For the last decade, we’ve been hearing more and more about glyphosate, and for good reason. Learn more about what it is and what it means for your health, those you feed and the animals, water, and environment around you.
Glyphosate is an herbicide (designed to kill weeds without killing crops) which in theory would help farmers grow healthier crops, higher yields and maintain healthy land year on year. So it should be a win for farmers, plants, animals and us!
Unfortunately, it hasn’t been the case with resistant weeds threatening crops, with considerable scientific health evidence of harm (it’s listed as a potential carcinogen – which means implicated in causing cancer), and yields have not improved year on year when compared to organic farming. So glyphosate turns out to be a win for the company that makes it (incidentally, they also make and sell the seeds that are genetically modified to be resistant to glyphosate too) and no one else.
When it comes to human health, there are significant health concerns raised by scientists and licensed medical practitioners about exposure to glyphosate from infancy through adulthood. There is no “safe” level currently confirmed by research that would help professionals like me assess your risk and create personalized better health recommendations. Exposure to glyphosate occurs through eating, through breathing it in and through skin and eyes too. Thus, the fact that glyphosate use has increased exponentially and looks to continue on that trajectory should concern us all.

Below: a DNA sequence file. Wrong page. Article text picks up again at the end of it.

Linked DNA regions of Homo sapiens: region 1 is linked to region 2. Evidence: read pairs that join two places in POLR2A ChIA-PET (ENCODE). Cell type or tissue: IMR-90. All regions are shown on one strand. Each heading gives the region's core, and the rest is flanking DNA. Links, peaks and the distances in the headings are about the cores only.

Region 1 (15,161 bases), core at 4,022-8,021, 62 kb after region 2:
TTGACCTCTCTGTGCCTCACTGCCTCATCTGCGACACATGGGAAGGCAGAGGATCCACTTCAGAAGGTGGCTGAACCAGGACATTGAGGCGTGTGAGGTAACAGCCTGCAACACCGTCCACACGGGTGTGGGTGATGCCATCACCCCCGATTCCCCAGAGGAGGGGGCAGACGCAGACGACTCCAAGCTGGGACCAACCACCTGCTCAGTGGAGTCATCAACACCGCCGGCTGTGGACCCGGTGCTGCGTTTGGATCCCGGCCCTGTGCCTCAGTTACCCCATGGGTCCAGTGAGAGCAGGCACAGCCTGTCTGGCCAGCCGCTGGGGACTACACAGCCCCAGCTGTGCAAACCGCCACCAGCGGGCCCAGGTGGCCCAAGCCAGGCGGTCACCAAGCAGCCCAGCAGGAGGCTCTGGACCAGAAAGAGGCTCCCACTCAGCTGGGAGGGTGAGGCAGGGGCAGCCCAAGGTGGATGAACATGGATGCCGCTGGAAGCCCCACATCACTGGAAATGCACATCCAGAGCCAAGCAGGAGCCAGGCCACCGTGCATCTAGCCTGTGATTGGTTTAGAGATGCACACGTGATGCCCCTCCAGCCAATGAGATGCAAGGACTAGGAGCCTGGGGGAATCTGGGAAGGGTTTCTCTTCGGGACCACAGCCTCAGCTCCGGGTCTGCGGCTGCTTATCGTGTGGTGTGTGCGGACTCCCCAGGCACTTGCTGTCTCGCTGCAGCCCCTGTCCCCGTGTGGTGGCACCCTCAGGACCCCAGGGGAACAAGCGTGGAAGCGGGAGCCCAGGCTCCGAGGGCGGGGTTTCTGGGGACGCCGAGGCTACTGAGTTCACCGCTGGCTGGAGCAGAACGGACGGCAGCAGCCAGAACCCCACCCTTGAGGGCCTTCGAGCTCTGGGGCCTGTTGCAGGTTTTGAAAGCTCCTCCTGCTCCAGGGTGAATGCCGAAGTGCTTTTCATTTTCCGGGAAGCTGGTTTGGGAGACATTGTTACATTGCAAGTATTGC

From a farm and environmental perspective, we know that seeds and the resulting plants modified to resist glyphosate receive more glyphosate – on soil and sprayed on plants – because there is no concern that the herbicide will damage the plant. As a result, bugs, animals, and water in those areas are exposed to higher amounts of glyphosate. Glyphosate-resistant weeds are sprouting about farmlands prompting new, stronger herbicides and blends must be used to attack those too. Despite evidence of these resistant weeds, there’s no call to reduce or remove glyphosate use.
So what can you do?
While helpful, as GMO seeds and plants are likely to receive glyphosate, often in higher amounts as explained above, this isn’t your better choice.
MYTH: Choosing non-gmo products will remove your exposure to glyphosate.
FACT: Non-gmo refers to the seed, and yes, because non-gmo seeds will not be resistant to glyphosate, less or no glyphosate will be used. However, glyphosate is still used on ingredients like wheat – which are currently not genetically modified – especially at late stage harvesting to help ensure more wheat can be harvested.
YOUR BETTER CHOICE: Certified USDA Organic is a better option to reduce your exposure to glyphosate. Additionally, if you live near a farm where glyphosate is sprayed, you may want to take measures to avoid being outside when spraying occurs. I also recommend extra effort to support your body’s detoxification system like eating broccoli and supplemental glucoraphanin, and foods / nutrients that support a healthy digestive tract and immune system. Consider my Better Supplement Evaluation as well as other better digestion and detox tools as part of my Better Nutrition Membership.
You can read more about farming with glyphosate from my partners at NaturesPath
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